Fancy Hagood knew he was really on to something with his new song "Either" when his father connected with it.

"We're obviously blood related, so we're very similar -- but, you know, we're very different in our political and religious beliefs," Hagood tells The Boot. "I use my dad as a sounding board when I'm writing music ... I use my conservative, loving, caring father as a sounding board for the songs, because I'm like, 'Okay, if he can get this, if it resonates with him, I know that it can resonate with more people than just people from my community.'"

The third song on Hagood's debut full-length album, Southern Curiosity (out Friday (April 9)), "Either" tells a heart-wrenching story of first love. Over a dreamy, nostalgic melody, Hagood -- who is gay -- recounts through the vivid lyrics a high school romance, carried out in secret.

"When you kissed me first under the bleachers / When you pulled me close, said, 'Don't tell the teacher' / Like a mixtape love, we blew out the speakers," Hagood sings in the chorus, as lush background vocals swell behind him, before delivering a devastating final line: "But you said you weren't, so I wasn't either."

Recently 30, Hagood says writing "Either" was therapeutic, rather than painful. He also had his mind on a greater purpose as he co-wrote with Duncan Townsend and Sheuxbear: "Honestly," Hagood says, "I wrote "Either" because it's just important for there to be queer narratives in the mainstream, and for people in the LGBTQIA+ community to be hearing their narrative in music."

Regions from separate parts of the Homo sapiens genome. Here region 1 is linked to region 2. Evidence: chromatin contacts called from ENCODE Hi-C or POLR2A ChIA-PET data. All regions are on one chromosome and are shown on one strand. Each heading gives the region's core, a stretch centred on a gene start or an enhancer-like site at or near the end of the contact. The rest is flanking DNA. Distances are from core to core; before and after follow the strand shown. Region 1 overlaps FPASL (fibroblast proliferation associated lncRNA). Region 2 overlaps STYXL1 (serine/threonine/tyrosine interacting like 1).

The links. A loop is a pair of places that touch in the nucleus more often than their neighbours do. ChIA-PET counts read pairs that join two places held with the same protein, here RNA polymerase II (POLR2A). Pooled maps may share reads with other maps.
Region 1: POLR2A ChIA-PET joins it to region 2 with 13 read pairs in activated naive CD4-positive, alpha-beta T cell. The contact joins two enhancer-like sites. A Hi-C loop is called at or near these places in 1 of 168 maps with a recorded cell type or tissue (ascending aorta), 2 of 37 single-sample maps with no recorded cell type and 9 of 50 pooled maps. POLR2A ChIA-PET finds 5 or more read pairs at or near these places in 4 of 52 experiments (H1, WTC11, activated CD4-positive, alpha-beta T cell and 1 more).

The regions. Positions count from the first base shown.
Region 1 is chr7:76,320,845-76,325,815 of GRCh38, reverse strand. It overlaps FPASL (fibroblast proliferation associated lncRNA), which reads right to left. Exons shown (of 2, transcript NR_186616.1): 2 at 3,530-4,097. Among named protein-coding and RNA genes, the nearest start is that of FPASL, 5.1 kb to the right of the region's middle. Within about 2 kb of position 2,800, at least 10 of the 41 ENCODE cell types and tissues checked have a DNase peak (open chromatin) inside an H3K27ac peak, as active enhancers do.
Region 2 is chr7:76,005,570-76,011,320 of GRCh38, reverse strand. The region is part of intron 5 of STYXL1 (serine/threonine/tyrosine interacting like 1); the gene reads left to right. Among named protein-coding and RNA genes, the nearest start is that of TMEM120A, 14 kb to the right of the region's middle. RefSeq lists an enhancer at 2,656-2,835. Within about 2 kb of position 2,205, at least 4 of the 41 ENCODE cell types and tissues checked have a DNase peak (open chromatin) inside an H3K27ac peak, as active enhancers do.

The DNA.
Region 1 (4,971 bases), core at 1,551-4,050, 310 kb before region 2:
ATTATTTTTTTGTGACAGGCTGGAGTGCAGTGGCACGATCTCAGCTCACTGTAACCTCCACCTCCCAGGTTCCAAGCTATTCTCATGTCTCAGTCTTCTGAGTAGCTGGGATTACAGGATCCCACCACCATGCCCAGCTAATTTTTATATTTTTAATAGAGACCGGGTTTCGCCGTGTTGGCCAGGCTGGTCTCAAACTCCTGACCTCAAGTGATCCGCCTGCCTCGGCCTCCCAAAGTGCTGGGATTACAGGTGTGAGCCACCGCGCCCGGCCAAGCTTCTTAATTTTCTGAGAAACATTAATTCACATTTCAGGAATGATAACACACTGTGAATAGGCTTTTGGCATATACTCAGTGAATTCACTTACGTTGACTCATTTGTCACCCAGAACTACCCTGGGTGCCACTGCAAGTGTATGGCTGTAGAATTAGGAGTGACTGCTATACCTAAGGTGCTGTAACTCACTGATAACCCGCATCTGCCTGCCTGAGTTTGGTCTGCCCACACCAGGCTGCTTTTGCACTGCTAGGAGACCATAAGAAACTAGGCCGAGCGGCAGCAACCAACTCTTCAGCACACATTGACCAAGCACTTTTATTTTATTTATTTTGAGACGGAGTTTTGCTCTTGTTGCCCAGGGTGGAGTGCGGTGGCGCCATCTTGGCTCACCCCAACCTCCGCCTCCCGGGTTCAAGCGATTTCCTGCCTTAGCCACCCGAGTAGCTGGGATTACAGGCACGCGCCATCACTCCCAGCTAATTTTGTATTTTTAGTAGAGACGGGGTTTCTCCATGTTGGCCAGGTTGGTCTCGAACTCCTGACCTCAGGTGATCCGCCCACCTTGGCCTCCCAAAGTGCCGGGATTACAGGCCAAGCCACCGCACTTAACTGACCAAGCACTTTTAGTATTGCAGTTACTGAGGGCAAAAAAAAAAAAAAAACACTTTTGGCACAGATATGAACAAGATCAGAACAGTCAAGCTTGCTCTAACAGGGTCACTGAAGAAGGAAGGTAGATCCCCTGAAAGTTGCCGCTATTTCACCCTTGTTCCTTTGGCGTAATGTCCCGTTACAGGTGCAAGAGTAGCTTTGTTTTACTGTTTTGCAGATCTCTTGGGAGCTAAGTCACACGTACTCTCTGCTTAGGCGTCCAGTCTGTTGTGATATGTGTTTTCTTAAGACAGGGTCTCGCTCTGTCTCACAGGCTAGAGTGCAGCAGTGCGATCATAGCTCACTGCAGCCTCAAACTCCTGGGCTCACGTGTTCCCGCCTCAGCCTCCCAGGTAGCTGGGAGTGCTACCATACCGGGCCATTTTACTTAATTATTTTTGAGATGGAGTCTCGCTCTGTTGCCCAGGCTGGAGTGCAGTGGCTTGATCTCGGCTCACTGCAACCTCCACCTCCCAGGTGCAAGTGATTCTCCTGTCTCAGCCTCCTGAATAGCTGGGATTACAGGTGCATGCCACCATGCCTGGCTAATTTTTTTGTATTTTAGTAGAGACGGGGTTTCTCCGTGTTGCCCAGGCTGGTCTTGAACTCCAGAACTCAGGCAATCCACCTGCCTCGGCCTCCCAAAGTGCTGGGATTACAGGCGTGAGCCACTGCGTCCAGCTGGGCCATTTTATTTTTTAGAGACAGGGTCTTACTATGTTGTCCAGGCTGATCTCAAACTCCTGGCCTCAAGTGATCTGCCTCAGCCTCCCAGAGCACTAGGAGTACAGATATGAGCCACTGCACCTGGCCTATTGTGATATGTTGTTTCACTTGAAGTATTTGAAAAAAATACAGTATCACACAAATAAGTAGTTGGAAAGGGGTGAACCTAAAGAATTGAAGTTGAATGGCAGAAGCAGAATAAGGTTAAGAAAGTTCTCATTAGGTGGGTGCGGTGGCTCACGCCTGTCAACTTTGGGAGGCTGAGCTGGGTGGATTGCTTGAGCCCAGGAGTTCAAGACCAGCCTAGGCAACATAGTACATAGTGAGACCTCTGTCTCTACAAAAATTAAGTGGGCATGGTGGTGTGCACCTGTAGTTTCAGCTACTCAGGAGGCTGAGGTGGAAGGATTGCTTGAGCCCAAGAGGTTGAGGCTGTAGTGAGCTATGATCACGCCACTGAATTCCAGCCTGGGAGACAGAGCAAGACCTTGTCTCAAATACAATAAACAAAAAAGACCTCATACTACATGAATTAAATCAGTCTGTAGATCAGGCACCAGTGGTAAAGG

"In the past, I've been told, 'Well, don't use these pronouns, or don't say this, because it's so polarizing,'" he continues, his voice growing more passionate, "but the thing is, being gay is not polarizing. We exist in every corner of the planet. And I just feel like, for there to be so many of us and for there to be so little of our stories being told, it was important for me to go back and tell my story from the jump."

As a young gay man absolutely set on making music for a living, Hagood often felt like an outsider in his small, sports- and religion-focused hometown of Bentonville, Ark. "Like, high school is this experience where people start identifying with their feelings or their sexuality ... That was something that was taken away from me: because of shame, because of religion, because of societal pressure," he admits.

"I just wanted to write a song that kind of shined a spotlight on how lonely that feels and how painful that is," Hagood explains. "And for me, "Either" just kind of became the catalyst for me that this album needed to be about the queer experience in the South."

As a child, Hagood was most at home, he recalls, singing with his sisters and in church. "My mom jokes that I was singing before I was talking, because I honestly didn't really start talking until I was probably around, like, nine or 10, just because I had older sisters, and they spoke for me," he says.

"But music -- I mean, I just always felt so passionate about it. It's always how I related to things, or how I've always represented how I felt ...," Hagood muses. "It's just kind of the first place where I felt I could express myself. Even though I wasn't necessarily articulating in the songs anything about myself, I felt like I was able to be myself onstage, I was able to perform and be larger than what I felt in my life."